Tuesday, October 11, 2011

A Personal Story: You Fakin' The Funk?

Ever since I could remember I was obsessed with luxury.  As a kid, I idolized rappers draped in their custom Gucci Dapper Dan suits. Like most I found out what was dope by checking the streets and watching music videos, and that's how I wanted to dress. But I was too young and NY was too hot.  I couldn't even wear my shearling without a personal escort (a.k.a my mom), so it was Osh Kosh, Levi, and Lotto’s for me.
Growing up in Harlem my shopping radius was limited to say the least.  If it wasn't on 125th street or downtown on 34th street then it wasn't in my closet.  This was cool though because everything I needed I could get on "Two-Fifth", including my first knock-off gear.  What did I know about real versus faux? All I knew was that "Louis Vuitton" bag and that "Gucci" watch looked just like the ones I'd seen on my favorite rappers and for a measly $25 bucks could be all mines.
Around the time I entered junior high in 1992 urban wear lines started to really take off.  Designer duds took a backseat to brands like Karl Kani and Cross Colours, who were killing it in the streets along with the sporty collections of Tommy Hilfiger and Ralph Lauren.  It wasn't as high end as say a Louis Vuitton or Fendi, but the exclusivity was still there.  I traded one beast for another, begging my mother for bright blue $150 Cross Colours jeans with the matching jacket because it was so practical and I was going to have it forever (side note: Cross Colours was considered "played out" the following year)

My love of luxury returned with a vengeance in my senior year of high school, with me scouring stores like Century 21 for deeply discounted designer wares. This was also around the time when I first discovered Canal Street. Hidden in between the jewelry stores and t-shirt shops were vendors selling piles and piles of "Gucci, Fendi, Louis, Coach" goods. Who would know that my bag was faux? And I wasn't alone; people came from all over for fashion at a fraction of the cost. Of course maybe that G was a bit askew, or that Prada plate would fall off after a few wears but who cared, right? Even when I started adding actual designer pieces to my collection I would still venture downtown for a bag here and there.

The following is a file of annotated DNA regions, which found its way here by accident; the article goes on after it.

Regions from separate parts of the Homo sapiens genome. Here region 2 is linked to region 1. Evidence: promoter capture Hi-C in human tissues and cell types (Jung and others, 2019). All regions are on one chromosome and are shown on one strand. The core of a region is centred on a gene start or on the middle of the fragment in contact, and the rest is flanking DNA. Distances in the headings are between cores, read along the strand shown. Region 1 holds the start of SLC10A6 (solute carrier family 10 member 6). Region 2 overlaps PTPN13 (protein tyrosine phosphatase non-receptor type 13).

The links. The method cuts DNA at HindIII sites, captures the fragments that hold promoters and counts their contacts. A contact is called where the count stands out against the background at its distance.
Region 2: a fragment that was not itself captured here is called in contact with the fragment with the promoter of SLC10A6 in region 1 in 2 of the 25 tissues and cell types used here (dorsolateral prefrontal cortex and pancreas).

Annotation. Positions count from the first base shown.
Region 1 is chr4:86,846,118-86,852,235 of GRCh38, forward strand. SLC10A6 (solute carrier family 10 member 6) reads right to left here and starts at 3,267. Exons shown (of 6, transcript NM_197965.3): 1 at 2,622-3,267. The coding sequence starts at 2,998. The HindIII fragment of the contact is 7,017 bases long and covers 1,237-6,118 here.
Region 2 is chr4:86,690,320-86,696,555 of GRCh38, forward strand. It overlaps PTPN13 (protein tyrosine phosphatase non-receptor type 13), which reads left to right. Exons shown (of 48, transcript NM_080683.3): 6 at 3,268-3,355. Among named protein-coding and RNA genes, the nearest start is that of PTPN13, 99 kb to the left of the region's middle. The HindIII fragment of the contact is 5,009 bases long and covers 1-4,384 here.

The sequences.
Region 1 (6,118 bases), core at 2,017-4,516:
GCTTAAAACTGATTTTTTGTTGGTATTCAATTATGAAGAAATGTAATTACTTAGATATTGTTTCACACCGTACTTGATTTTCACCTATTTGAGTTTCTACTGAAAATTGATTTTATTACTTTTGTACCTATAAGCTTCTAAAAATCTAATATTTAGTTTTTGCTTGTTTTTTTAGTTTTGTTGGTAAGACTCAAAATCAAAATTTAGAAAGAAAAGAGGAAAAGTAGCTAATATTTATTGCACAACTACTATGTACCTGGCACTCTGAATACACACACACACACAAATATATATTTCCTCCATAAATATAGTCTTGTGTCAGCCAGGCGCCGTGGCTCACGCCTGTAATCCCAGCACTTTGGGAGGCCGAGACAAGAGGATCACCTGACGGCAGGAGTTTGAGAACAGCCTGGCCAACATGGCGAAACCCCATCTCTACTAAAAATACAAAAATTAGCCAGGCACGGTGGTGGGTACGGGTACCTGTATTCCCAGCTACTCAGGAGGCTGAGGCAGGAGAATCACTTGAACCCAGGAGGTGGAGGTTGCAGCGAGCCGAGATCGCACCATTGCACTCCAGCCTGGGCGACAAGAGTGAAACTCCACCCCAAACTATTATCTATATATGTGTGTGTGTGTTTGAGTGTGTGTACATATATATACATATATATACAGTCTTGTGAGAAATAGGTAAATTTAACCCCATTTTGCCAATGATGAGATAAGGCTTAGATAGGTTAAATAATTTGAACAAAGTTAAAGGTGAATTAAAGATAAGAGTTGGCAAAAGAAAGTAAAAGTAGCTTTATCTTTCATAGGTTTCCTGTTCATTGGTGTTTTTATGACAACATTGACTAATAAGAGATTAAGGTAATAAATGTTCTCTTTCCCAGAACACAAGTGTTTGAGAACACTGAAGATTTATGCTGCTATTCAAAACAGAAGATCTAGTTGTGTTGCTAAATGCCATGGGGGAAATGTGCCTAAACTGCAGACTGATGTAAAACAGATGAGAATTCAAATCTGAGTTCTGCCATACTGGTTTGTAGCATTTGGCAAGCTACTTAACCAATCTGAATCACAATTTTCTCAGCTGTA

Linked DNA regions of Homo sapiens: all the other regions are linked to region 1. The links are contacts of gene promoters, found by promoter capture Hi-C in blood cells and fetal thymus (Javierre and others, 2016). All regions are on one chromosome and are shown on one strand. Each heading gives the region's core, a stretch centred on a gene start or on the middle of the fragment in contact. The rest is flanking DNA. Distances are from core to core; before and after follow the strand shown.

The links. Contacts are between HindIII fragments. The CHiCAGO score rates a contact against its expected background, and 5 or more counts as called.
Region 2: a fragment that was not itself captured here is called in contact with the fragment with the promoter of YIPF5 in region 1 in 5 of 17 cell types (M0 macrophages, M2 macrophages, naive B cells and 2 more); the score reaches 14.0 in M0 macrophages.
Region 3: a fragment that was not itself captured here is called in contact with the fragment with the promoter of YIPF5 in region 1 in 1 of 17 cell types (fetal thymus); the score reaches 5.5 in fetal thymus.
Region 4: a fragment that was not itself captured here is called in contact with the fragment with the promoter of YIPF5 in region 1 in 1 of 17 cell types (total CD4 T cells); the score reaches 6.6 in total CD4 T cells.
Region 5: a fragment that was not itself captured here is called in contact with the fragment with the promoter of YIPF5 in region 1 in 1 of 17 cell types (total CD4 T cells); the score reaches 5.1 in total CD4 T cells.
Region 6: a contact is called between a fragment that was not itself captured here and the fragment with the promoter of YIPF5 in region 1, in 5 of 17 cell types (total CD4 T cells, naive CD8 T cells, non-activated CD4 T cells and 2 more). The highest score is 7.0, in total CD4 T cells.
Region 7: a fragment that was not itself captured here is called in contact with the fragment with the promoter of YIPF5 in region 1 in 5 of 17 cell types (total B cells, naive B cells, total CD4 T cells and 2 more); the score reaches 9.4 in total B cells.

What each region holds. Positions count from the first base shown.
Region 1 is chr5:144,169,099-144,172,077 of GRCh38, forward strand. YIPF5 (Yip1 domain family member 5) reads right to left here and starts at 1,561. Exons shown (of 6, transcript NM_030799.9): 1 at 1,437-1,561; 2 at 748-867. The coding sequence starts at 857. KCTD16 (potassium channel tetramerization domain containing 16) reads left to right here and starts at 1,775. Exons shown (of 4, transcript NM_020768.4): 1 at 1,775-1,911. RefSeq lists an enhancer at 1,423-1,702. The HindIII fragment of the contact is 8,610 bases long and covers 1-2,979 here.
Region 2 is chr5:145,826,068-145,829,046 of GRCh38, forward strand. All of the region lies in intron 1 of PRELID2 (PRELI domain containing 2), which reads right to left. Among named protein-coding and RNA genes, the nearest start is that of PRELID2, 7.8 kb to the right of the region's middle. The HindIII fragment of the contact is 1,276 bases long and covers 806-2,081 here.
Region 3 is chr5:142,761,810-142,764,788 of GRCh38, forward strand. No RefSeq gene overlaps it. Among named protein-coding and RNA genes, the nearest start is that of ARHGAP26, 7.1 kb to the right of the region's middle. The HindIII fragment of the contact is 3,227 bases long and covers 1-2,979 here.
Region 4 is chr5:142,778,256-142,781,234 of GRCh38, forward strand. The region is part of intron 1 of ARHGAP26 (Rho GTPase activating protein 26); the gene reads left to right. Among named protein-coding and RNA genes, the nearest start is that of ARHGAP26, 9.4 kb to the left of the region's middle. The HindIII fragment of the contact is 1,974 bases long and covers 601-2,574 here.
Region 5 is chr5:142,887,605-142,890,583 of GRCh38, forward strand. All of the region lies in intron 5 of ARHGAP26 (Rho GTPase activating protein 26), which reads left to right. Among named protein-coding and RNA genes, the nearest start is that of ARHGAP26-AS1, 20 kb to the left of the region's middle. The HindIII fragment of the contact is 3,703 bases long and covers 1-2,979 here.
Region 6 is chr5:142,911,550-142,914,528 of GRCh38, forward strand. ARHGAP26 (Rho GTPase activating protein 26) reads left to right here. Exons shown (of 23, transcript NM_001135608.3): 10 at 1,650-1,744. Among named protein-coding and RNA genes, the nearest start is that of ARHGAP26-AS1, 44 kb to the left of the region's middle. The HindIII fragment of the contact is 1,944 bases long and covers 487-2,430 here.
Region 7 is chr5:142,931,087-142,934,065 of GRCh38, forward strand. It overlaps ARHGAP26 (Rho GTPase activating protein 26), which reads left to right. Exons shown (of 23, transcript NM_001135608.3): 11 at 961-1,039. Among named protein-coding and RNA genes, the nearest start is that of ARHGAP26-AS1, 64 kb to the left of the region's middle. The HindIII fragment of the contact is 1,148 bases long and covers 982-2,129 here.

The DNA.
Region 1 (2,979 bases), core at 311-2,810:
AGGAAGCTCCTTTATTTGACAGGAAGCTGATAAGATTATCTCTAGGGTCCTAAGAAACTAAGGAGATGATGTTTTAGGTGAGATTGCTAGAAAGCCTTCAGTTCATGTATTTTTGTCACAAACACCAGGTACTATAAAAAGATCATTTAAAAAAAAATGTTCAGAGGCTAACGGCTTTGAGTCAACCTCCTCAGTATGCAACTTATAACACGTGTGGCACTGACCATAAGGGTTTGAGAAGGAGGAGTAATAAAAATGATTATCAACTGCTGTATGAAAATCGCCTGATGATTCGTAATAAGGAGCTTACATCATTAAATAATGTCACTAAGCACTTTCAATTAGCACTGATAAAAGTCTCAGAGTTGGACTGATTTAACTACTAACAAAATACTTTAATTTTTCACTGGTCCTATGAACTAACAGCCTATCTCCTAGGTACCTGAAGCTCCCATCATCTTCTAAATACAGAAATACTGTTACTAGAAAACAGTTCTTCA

Until one day while sitting in my closet I realized that these phony bags didn't make me who I was as a person. The false since of status I felt was nothing like the feeling of owning a quality piece that I worked and saved for. So I packed up those phony bags and tossed them in the trash. I was no longer fakin' the funk and it felt good.  It's just like your mom always told you, it's what's inside that counts.


  1. Nice post Caprece!! I feel you 100%. Sometimes I get down on myself about not being able to afford the same things that some of my friends have, but now I know that's okay. While I know that I am on this long journey to make something of myself, I know that all of that stuff will come eventually. Faking the funk is so 2000. It's not about the labels. It's about putting together the pieces that you love.

  2. Thanks Candace! I feel the exact same way. It will come to us and we'll appreciate it more because we worked for it! Plus, most of the stylish people I know do more with less. :)